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“Create a debate”

Read the article below and discuss the issue of how and if it is possible to change the way we shop to better protect the environment.

Take part in the webcasts for Sustainable Biodiversity / Sustainable Recycling - Tuesday March 7th.

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Precycling: How to Shop for Future Generations

Everybody shops.

But not everybody realizes how environmentally important it is to shop consciously. To PRECYCLE is to make buying choices that support responsible products and packaging, make recycling easier and reduce the amount of garbage you throw away. Precycling is a good way to start squaring your personal behaviour with your principles. But don't forget it also sends a signal to manufacturers that responsible products and packaging are good business.

The idea is that our behaviour can change their behaviour. The following recycling tips focus on supermarket shopping because that's the kind we do most frequently. But the ideas apply to other forms of shopping, too.

Bring your own reusable shopping bags - This is the best way to avoid the paper vs. plastic dilemma. Durable canvas or string bags are light and convenient to carry and can be used thousands of times. Reusable bags can easily become a habit and save an astonishing amount of paper and plastic over time.

Buy in bulk - This not only uses less total packaging, it also saves you money! Buy large single containers instead of the same volume in many smaller containers (e.g., 2-liter bottles vs. six packs). For any item with a long or unlimited shelf life (e.g., laundry detergent) or non- perishable foods you use regularly (such as cereals and grains) buy the biggest container you can. Put manageable amounts in reusable, smaller containers for everyday use. For somewhat perishable foods (e.g. peanut butter) buy the biggest container feasible for your rate of use.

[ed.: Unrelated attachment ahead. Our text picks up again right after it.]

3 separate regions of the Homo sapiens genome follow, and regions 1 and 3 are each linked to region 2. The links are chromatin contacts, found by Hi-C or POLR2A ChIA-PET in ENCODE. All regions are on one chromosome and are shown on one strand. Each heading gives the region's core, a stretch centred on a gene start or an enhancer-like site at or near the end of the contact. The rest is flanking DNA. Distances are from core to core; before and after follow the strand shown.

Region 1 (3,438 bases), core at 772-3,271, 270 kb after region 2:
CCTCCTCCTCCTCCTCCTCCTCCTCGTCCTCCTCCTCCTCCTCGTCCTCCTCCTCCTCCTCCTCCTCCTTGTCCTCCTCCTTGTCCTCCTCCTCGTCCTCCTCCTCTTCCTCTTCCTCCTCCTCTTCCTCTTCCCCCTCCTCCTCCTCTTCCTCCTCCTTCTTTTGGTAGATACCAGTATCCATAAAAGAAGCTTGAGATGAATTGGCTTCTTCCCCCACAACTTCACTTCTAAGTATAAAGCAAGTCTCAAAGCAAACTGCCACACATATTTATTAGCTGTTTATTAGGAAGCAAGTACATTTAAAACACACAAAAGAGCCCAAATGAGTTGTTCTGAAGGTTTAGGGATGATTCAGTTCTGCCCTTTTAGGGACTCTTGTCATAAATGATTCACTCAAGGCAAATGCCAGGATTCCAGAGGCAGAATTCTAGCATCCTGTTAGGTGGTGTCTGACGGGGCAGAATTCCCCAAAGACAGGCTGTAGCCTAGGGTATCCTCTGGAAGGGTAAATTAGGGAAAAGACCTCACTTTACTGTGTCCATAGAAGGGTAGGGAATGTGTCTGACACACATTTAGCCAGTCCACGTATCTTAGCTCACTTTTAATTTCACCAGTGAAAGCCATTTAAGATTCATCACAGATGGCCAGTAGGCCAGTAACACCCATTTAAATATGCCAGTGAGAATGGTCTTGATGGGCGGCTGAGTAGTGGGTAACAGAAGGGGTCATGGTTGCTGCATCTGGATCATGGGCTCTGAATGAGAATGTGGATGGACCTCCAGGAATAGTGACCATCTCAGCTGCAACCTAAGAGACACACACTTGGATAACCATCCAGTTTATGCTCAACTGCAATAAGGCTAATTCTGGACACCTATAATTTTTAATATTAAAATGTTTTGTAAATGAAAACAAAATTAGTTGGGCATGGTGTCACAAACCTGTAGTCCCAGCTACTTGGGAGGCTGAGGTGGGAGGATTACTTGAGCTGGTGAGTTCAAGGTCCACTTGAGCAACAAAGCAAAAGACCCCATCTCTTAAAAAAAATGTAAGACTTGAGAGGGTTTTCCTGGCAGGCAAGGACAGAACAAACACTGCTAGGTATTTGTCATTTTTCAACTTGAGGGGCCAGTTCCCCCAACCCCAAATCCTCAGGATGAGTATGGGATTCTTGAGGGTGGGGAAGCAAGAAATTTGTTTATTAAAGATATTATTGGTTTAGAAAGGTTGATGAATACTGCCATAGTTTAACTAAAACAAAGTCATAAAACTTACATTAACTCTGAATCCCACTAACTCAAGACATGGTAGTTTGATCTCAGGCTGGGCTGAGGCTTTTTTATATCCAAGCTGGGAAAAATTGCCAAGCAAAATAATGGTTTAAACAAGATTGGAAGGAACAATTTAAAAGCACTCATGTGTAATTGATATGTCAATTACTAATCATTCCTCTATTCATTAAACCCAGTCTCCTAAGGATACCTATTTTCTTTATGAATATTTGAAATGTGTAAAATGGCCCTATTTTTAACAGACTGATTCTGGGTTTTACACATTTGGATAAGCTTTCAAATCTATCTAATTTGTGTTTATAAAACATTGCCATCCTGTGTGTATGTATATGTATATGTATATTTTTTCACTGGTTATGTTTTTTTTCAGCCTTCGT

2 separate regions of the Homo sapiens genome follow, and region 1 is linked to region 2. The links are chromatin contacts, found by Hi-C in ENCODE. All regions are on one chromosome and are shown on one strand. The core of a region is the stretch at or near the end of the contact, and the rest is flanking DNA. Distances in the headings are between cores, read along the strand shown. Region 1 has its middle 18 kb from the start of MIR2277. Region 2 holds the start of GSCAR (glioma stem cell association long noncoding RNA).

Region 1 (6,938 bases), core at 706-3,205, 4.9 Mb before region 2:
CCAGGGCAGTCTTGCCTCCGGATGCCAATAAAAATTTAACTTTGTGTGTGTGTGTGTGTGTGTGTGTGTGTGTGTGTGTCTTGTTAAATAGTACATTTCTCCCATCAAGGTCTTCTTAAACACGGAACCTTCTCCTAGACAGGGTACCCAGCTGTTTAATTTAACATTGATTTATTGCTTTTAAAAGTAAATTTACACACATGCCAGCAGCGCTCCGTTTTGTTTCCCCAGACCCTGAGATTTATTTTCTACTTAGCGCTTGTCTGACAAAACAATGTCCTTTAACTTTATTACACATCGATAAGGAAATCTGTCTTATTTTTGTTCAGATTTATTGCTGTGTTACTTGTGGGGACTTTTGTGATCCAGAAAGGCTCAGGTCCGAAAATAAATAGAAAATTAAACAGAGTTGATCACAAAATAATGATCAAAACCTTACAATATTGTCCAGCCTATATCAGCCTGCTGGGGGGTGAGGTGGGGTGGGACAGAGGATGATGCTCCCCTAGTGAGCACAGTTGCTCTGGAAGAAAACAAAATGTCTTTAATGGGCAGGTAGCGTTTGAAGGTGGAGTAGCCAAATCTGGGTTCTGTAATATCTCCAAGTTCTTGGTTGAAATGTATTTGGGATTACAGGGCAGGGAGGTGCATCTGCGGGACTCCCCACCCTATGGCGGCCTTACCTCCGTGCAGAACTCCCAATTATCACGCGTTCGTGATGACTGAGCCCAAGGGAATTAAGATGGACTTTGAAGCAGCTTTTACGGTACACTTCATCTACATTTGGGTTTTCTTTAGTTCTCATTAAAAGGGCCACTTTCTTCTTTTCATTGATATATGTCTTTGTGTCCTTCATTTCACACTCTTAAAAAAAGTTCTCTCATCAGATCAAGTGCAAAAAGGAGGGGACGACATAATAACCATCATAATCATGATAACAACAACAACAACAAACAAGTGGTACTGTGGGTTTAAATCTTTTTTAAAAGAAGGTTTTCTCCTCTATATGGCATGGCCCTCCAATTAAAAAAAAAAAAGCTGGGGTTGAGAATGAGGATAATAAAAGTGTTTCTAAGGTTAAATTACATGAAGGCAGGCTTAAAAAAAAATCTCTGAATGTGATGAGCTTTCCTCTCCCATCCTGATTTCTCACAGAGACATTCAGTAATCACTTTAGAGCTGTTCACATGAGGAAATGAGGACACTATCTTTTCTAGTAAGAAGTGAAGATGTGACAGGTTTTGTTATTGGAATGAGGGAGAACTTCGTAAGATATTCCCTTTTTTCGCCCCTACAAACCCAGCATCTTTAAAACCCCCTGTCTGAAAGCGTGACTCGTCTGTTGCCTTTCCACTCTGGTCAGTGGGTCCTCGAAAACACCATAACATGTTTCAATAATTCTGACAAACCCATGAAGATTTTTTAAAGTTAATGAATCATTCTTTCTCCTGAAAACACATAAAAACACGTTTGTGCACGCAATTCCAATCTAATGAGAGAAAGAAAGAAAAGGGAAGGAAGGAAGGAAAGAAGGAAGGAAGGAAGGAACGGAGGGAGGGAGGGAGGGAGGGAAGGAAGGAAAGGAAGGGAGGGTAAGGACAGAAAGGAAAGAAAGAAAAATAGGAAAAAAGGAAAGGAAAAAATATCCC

Buy recycled paper packaging - Pass up polystyrene foam ("Styrofoam") egg cartons and choose cardboard ones, which are made from recycled newsprint. For paper boxes (such as cereal boxes) the rule of thumb is: If the unprinted side is gray and not white, it's made from recycled.

Avoid throwaway products - Avoid single- or limited-use items such as plastic razors, throwaway cleansing pads and cigarette lighters, non-refillable pens and foil baking pans. Reduce or eliminate your use of disposable plastic diapers, which account for a startling two percent of total U.S. landfill volume.

Avoid excess packaging - Compare the size of the package to the size of the product. If the package is designed to take up as much shelf space as possible, choose a competing product. Do without products that are sold inside more than one layer ("bric pac" juice boxes for children-with layers of cardboard, plastic and aluminum and a plastic straw attached -are a particularly wasteful example). Avoid miniaturized "single-helping" packages. Buy fruit and vegetables loose. Be wary of convenience gimmickry (e.g., pre-measured ground coffee in individually sealed filter packs, "soupstarter" kits, melons and grapefruits pre-halved and vacuum- packed). Choose products that are not in plastic trays and do not have attached "promotional" materials.

Think Recycling - Choose the container that can - in your community - be most easily collected, sorted and re-manufactured into new products. Avoid products that are difficult to recycle (e.g., many "squeezable" plastics, made of numerous layers of different plastics).

Watch the words - Advertisers have worked overtime to translate consumers' environmental sympathies into increased sales for their product- even if their product is not particularly good for the environment.

Beware of the word "recyclable," which is not the same as "recycled," the word it so closely resembles. Many materials are technically recyclable, but what matters is what you can recycle in existing local programs. A "recycled" product or container is actually made from materials that have been used before.

Particularly misleading are claims that certain plastic products are "biodegradable". The truth is that "degradable" plastics don't degrade in modern landfills and, at best, merely break up into smaller pieces that can release toxic substances. They interfere with plastics recycling and end up creating more problems than they solve.

Let them know - Tell grocers, store owners, restaurant managers and others that you are making your buying decisions based on the environmental impact of products. Let the manufacturers know, too (many companies carry addresses or phone numbers on their packaging).

By careful precycling each of us makes the vital connection between today's consumerism and tomorrow's environment. Small changes in everyday behaviour can have positive consequences for generations to come.

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